July 12, 2012

The loudness wars, another case of lost dramatic contrast

Earlier I took a quick look at when the loudness wars started in recorded music, and took a stab at why they began once the crime rate started falling. However, now that I've found a very clear pattern of chiaroscuro tracking the homicide rate in visual art, I wonder if there are parallels in music.

Light must reflect off a surface for us to see it, so the equivalent in sound is volume, the most basic feature for us to hear it. Bright vs. dark is like loud vs. quiet.

A key part of the loudness wars that I didn't touch on earlier is that it's not simply that music recordings today are on average louder. It's that they achieve this mainly by taking the sounds that are supposed to be softer and quieter in the song, and jack up the volume on them. The result is a song with much more uniform volume -- uniformly loud -- instead of one that has greater "dynamic range," or the difference, variation, contrast between the louder and quieter sounds.

That seems like the more important part of the change -- loss of dramatic tension or contrast that comes from hearing a loud passage break in after a softer one, or the coming-down feeling of a soft passage following a loud one. As detailed in the post on chiaroscuro, there are reasons why people in rising-crime times prefer more theatrical presentation, and falling-crime people prefer more sameness to the presentation.

Here is a great review of these changes in dynamic range, plus an illustration comparing an original recording to two later remastered versions. (Only the first pair of links at the end of his article works for me.) You can hear what should be softer parts, whether vocal or instrumental, getting a lot louder in the remastered ones.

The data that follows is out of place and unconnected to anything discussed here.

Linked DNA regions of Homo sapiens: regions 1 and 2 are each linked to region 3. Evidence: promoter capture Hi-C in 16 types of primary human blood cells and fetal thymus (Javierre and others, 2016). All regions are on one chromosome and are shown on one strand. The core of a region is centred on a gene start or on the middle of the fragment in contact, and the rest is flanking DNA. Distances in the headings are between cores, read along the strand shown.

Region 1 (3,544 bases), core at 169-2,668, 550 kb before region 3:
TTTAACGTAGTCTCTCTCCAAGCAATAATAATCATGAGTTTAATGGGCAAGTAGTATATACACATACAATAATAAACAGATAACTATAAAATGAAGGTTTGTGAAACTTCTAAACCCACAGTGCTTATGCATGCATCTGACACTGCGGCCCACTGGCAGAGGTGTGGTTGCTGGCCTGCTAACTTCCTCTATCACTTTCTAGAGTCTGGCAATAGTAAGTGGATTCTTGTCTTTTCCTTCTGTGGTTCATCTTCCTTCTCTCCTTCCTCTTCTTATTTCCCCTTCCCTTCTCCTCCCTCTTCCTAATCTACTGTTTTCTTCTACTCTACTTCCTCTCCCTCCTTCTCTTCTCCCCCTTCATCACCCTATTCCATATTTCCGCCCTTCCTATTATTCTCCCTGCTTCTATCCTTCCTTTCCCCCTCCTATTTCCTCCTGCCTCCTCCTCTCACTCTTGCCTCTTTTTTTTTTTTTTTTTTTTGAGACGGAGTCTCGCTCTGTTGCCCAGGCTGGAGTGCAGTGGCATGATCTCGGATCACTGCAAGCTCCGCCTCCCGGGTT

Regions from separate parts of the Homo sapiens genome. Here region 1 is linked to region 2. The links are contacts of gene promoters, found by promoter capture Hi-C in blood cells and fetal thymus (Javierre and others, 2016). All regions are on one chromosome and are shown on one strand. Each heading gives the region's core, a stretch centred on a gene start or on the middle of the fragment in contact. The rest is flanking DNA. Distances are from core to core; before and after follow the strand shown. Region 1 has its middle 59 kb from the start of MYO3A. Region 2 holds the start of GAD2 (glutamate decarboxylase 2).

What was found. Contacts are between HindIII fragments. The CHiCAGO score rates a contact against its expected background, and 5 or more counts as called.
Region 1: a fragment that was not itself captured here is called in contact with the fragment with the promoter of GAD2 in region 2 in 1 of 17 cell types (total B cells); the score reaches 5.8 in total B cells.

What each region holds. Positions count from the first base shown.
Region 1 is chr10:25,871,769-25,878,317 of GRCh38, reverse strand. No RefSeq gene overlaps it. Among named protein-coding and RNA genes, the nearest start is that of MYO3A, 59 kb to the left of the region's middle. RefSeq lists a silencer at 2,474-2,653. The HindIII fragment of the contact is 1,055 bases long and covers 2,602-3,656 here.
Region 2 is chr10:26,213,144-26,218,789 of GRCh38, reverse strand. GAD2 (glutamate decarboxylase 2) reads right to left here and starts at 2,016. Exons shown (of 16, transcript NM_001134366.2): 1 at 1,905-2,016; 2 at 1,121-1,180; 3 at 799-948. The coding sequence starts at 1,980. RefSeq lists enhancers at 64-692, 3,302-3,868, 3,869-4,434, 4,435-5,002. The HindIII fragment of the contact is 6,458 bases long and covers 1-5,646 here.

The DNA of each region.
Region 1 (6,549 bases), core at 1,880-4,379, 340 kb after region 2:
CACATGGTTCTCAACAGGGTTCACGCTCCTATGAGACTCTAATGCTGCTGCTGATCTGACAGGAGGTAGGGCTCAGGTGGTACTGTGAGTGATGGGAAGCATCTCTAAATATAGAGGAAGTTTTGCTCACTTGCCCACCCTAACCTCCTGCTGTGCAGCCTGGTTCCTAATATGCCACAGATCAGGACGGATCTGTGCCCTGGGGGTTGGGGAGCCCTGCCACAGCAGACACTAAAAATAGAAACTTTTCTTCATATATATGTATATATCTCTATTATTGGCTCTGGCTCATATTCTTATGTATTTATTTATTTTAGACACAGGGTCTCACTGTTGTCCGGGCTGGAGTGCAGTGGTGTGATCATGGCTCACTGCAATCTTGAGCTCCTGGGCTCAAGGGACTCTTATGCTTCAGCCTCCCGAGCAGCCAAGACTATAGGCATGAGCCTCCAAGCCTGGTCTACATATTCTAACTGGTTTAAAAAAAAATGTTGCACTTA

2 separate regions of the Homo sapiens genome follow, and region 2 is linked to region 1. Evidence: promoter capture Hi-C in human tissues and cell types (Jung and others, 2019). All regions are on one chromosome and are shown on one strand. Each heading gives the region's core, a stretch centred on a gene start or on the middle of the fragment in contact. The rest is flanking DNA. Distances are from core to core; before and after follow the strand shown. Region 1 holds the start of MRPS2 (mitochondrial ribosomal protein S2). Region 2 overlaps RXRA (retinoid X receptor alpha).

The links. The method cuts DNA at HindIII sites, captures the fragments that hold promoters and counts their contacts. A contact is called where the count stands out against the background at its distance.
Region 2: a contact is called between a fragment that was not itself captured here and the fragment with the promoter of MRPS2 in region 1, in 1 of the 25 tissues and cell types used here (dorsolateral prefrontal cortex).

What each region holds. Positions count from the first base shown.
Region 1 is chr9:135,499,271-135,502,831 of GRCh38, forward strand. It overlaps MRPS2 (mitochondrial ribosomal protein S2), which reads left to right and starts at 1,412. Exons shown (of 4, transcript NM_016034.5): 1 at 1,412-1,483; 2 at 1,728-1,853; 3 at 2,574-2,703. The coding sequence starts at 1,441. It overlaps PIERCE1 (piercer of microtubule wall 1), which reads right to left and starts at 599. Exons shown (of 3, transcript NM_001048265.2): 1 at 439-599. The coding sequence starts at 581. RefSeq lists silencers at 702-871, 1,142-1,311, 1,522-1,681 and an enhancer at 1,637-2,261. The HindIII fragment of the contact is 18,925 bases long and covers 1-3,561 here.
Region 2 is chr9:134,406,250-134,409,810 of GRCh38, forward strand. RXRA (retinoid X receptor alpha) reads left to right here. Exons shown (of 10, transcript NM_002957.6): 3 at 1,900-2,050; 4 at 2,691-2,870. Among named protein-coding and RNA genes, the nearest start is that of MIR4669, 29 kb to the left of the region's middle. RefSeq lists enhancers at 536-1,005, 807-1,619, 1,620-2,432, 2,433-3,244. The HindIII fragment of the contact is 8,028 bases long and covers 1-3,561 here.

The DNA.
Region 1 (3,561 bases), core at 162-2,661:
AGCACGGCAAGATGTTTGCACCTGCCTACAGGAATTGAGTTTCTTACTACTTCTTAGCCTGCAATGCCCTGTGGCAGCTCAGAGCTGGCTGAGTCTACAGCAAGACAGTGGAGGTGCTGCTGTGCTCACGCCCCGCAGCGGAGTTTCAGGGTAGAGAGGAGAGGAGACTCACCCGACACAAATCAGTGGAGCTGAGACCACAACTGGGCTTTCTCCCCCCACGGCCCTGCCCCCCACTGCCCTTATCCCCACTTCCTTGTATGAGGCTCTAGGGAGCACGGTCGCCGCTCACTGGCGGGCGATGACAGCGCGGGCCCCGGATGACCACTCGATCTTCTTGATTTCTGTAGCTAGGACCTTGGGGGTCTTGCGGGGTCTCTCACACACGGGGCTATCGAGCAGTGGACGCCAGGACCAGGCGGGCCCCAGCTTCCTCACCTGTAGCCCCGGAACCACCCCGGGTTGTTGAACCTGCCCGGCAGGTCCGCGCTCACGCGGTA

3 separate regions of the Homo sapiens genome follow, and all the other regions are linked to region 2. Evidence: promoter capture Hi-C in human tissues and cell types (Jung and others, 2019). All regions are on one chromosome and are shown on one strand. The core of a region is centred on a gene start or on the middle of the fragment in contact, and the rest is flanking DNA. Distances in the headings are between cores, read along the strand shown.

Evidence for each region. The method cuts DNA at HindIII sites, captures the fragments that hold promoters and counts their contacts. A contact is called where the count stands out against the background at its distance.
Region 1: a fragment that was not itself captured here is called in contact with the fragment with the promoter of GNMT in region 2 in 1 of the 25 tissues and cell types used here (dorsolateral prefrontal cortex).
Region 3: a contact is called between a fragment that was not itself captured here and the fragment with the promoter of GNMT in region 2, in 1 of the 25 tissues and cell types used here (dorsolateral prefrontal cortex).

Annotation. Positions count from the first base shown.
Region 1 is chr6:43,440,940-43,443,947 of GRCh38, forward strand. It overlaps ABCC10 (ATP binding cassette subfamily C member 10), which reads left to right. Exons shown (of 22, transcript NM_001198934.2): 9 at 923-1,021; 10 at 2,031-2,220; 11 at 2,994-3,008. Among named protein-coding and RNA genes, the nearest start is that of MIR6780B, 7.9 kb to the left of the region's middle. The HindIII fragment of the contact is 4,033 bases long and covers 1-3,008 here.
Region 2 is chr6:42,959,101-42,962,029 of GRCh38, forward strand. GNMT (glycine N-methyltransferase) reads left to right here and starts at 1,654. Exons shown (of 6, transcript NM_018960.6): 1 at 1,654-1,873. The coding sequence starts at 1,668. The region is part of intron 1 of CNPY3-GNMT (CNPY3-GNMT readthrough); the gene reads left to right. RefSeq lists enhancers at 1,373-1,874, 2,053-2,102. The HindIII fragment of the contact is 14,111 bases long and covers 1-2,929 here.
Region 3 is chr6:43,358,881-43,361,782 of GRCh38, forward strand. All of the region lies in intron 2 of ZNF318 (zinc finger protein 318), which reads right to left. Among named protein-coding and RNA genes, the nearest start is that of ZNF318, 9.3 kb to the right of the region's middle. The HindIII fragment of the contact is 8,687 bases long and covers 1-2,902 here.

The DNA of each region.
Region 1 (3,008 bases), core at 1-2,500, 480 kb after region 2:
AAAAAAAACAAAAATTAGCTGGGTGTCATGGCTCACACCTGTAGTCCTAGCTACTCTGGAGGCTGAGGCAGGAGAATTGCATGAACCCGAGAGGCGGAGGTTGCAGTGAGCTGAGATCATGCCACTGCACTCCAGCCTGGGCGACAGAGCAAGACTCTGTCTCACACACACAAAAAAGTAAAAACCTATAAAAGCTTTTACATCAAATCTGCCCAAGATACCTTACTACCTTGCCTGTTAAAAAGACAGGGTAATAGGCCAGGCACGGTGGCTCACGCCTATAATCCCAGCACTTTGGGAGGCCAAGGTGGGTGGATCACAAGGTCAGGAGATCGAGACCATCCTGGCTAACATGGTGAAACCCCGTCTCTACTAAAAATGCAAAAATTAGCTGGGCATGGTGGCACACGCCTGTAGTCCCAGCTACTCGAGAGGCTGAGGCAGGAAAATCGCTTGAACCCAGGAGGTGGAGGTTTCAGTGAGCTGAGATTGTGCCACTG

So, just as our visual culture has gotten more bland from using more uniform lighting, our musical culture has become drier from more uniform loudness. And as that article demonstrates, it's happening even to re-issues of music that was originally recorded with a wide range of quiet to loud sounds.

Unless you have multiple copies of a CD, you may not even notice that the newer remasters tend to sound louder, more distorted, and not as full of rich contrast. I had a suspicion about it, but it wasn't even based on comparing the same album, just noticing that any remaster was likely to sound that way, whether I could compare it to the original or not. Reading more about dynamic range compression, I'm convinced.

Now before I get a CD, I do a quick look-up on the neat DR Database to see if there are multiple releases, and if so, which ones will sound nice and which will sound loud and garbled. Not all newer releases sound bad; this quick check gives them a fair chance. You can also see whether you should swap out the copy you have for a better one. It may seem odd that earlier presses of an album sound better than newer ones, but remember also that CD players were high-end stuff back then too, not cheap junk.

Playing around with that DR Database, it seems like 1993 is close to the ground zero of the loudness wars. Find any band who's released CDs from the start in 1983 up through today -- including CDs of music they originally recorded in the '60s or '70s, but not released on CD until later. Click the "Year" column header to line them up in chronological order. Sometime around '93 or '94, it's pretty reliable that the sound quality will start going to hell, bottoming out in the 2000s and this decade.

That's another way in which the early '90s weren't so bad -- studio production still sounded pretty slick, even for grunge albums like Nevermind.

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